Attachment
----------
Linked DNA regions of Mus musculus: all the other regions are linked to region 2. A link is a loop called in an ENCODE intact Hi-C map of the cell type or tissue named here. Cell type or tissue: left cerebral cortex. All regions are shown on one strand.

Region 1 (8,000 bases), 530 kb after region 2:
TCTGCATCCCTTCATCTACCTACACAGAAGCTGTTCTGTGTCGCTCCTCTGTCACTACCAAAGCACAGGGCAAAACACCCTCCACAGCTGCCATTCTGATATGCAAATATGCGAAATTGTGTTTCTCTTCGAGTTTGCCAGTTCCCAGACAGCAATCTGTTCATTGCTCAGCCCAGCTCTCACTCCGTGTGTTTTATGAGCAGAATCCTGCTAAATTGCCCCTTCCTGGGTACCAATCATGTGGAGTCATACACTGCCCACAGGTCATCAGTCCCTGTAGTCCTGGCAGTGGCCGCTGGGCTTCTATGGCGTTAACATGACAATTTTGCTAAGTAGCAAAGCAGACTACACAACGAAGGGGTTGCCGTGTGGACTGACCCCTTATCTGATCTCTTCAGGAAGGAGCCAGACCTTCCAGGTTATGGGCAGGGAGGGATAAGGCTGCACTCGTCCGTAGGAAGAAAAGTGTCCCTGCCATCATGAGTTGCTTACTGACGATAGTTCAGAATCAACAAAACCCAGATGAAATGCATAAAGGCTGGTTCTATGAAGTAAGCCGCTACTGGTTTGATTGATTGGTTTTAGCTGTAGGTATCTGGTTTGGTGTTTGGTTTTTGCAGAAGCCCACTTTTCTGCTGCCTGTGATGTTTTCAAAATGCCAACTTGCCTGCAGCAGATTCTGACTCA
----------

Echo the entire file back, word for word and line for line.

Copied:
Linked DNA regions of Mus musculus: all the other regions are linked to region 2. A link is a loop called in an ENCODE intact Hi-C map of the cell type or tissue named here. Cell type or tissue: left cerebral cortex. All regions are shown on one strand.

Region 1 (8,000 bases), 530 kb after region 2:
TCTGCATCCCTTCATCTACCTACACAGAAGCTGTTCTGTGTCGCTCCTCTGTCACTACCAAAGCACAGGGCAAAACACCCTCCACAGCTGCCATTCTGATATGCAAATATGCGAAATTGTGTTTCTCTTCGAGTTTGCCAGTTCCCAGACAGCAATCTGTTCATTGCTCAGCCCAGCTCTCACTCCGTGTGTTTTATGAGCAGAATCCTGCTAAATTGCCCCTTCCTGGGTACCAATCATGTGGAGTCATACACTGCCCACAGGTCATCAGTCCCTGTAGTCCTGGCAGTGGCCGCTGGGCTTCTATGGCGTTAACATGACAATTTTGCTAAGTAGCAAAGCAGACTACACAACGAAGGGGTTGCCGTGTGGACTGACCCCTTATCTGATCTCTTCAGGAAGGAGCCAGACCTTCCAGGTTATGGGCAGGGAGGGATAAGGCTGCACTCGTCCGTAGGAAGAAAAGTGTCCCTGCCATCATGAGTTGCTTACTGACGATAGTTCAGAATCAACAAAACCCAGATGAAATGCATAAAGGCTGGTTCTATGAAGTAAGCCGCTACTGGTTTGATTGATTGGTTTTAGCTGTAGGTATCTGGTTTGGTGTTTGGTTTTTGCAGAAGCCCACTTTTCTGCTGCCTGTGATGTTTTCAAAATGCCAACTTGCCTGCAGCAGATTCTGACTCA